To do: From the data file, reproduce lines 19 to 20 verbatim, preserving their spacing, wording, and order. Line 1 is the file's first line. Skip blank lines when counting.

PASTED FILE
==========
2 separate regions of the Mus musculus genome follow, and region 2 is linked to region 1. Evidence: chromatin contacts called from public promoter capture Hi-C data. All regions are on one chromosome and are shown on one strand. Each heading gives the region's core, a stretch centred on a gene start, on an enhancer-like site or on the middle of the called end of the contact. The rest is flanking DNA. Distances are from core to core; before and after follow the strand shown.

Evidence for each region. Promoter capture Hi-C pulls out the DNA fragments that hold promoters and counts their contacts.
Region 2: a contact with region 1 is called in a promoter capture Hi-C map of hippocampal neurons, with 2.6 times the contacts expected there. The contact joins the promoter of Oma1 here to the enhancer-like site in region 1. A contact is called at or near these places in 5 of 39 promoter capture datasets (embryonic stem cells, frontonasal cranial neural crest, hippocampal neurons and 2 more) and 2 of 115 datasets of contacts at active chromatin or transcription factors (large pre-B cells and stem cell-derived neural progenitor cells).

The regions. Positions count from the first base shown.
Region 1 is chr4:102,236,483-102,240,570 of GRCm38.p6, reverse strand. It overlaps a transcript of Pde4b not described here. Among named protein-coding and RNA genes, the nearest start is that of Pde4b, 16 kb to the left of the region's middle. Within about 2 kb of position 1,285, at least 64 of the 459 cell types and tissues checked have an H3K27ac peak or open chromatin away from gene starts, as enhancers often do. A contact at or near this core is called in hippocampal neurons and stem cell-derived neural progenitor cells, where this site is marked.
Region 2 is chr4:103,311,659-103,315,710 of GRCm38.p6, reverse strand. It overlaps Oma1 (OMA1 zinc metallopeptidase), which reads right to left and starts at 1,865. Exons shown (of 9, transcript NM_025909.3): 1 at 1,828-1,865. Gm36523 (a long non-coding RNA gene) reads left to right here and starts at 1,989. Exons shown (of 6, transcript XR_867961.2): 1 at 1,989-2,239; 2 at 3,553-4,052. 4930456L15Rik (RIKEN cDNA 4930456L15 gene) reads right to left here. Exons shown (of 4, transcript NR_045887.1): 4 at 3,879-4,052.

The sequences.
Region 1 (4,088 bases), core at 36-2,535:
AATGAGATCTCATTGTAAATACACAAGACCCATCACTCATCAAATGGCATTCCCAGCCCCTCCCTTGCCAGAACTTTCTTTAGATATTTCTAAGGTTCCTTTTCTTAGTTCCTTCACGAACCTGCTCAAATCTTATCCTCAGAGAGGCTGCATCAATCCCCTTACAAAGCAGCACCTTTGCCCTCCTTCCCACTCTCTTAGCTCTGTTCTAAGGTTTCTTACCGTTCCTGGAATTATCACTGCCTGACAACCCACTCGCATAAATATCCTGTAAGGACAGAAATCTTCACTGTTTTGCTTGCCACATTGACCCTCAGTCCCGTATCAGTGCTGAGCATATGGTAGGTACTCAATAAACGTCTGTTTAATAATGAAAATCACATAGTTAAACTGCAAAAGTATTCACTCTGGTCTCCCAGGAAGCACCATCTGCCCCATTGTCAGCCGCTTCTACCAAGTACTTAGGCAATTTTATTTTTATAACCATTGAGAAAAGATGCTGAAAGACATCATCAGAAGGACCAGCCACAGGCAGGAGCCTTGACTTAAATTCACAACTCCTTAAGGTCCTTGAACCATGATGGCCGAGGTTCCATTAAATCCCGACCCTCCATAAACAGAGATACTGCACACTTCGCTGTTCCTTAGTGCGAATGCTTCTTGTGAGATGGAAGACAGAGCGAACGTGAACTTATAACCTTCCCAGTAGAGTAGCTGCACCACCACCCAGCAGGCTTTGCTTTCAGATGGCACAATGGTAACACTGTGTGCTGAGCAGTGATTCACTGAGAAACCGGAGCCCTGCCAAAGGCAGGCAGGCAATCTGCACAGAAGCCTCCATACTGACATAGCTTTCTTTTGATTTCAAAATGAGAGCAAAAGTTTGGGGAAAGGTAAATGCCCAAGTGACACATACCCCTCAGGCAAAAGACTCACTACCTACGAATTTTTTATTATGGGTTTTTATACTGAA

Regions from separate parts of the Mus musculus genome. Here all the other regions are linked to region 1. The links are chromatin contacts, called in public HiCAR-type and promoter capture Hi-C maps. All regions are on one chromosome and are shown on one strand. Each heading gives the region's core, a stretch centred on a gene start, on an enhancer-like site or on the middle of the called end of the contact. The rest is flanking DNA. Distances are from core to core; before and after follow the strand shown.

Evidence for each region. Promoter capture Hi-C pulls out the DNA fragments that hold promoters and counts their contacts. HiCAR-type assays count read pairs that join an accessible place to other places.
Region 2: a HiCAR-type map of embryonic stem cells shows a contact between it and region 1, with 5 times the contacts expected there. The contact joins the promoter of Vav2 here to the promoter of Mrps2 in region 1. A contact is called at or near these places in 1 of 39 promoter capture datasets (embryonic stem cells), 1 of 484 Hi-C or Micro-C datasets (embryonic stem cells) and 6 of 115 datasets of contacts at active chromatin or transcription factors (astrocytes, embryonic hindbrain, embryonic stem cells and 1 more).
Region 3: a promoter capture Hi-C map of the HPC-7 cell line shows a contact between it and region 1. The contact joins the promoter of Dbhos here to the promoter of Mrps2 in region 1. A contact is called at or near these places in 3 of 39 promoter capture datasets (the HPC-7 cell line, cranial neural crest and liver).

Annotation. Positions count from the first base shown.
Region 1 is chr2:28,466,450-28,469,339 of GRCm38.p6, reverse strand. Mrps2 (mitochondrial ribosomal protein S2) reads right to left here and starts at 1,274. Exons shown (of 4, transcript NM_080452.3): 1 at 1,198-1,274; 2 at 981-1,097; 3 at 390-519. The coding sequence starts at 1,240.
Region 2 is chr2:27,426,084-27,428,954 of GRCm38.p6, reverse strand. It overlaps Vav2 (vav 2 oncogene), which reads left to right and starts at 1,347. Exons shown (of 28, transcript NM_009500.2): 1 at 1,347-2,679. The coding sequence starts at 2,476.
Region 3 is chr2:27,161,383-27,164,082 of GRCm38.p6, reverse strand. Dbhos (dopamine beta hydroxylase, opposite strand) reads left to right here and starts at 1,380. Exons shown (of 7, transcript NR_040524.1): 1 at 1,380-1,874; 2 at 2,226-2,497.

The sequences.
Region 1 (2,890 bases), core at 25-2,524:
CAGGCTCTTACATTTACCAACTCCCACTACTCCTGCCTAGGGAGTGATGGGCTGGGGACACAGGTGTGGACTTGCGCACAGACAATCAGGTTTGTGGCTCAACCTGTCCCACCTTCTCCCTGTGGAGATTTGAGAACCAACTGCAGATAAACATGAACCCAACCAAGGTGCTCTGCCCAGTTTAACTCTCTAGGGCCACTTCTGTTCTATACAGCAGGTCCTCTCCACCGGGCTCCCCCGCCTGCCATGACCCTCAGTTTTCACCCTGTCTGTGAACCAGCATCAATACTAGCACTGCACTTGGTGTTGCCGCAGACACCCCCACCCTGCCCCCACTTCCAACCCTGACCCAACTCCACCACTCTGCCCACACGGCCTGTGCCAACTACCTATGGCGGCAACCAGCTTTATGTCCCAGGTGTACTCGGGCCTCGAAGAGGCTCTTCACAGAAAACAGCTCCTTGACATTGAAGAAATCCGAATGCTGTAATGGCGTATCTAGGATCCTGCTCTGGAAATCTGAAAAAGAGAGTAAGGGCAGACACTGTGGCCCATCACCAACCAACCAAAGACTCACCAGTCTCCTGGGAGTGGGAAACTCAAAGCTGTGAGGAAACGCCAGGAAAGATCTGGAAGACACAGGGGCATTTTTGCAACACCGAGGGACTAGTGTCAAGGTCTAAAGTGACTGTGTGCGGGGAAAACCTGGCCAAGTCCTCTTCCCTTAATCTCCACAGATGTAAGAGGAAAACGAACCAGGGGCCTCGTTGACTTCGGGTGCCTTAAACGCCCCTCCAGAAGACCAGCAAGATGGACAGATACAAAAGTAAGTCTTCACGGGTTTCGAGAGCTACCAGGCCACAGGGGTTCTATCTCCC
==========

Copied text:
Region 1 (2,890 bases), core at 25-2,524:
CAGGCTCTTACATTTACCAACTCCCACTACTCCTGCCTAGGGAGTGATGGGCTGGGGACACAGGTGTGGACTTGCGCACAGACAATCAGGTTTGTGGCTCAACCTGTCCCACCTTCTCCCTGTGGAGATTTGAGAACCAACTGCAGATAAACATGAACCCAACCAAGGTGCTCTGCCCAGTTTAACTCTCTAGGGCCACTTCTGTTCTATACAGCAGGTCCTCTCCACCGGGCTCCCCCGCCTGCCATGACCCTCAGTTTTCACCCTGTCTGTGAACCAGCATCAATACTAGCACTGCACTTGGTGTTGCCGCAGACACCCCCACCCTGCCCCCACTTCCAACCCTGACCCAACTCCACCACTCTGCCCACACGGCCTGTGCCAACTACCTATGGCGGCAACCAGCTTTATGTCCCAGGTGTACTCGGGCCTCGAAGAGGCTCTTCACAGAAAACAGCTCCTTGACATTGAAGAAATCCGAATGCTGTAATGGCGTATCTAGGATCCTGCTCTGGAAATCTGAAAAAGAGAGTAAGGGCAGACACTGTGGCCCATCACCAACCAACCAAAGACTCACCAGTCTCCTGGGAGTGGGAAACTCAAAGCTGTGAGGAAACGCCAGGAAAGATCTGGAAGACACAGGGGCATTTTTGCAACACCGAGGGACTAGTGTCAAGGTCTAAAGTGACTGTGTGCGGGGAAAACCTGGCCAAGTCCTCTTCCCTTAATCTCCACAGATGTAAGAGGAAAACGAACCAGGGGCCTCGTTGACTTCGGGTGCCTTAAACGCCCCTCCAGAAGACCAGCAAGATGGACAGATACAAAAGTAAGTCTTCACGGGTTTCGAGAGCTACCAGGCCACAGGGGTTCTATCTCCC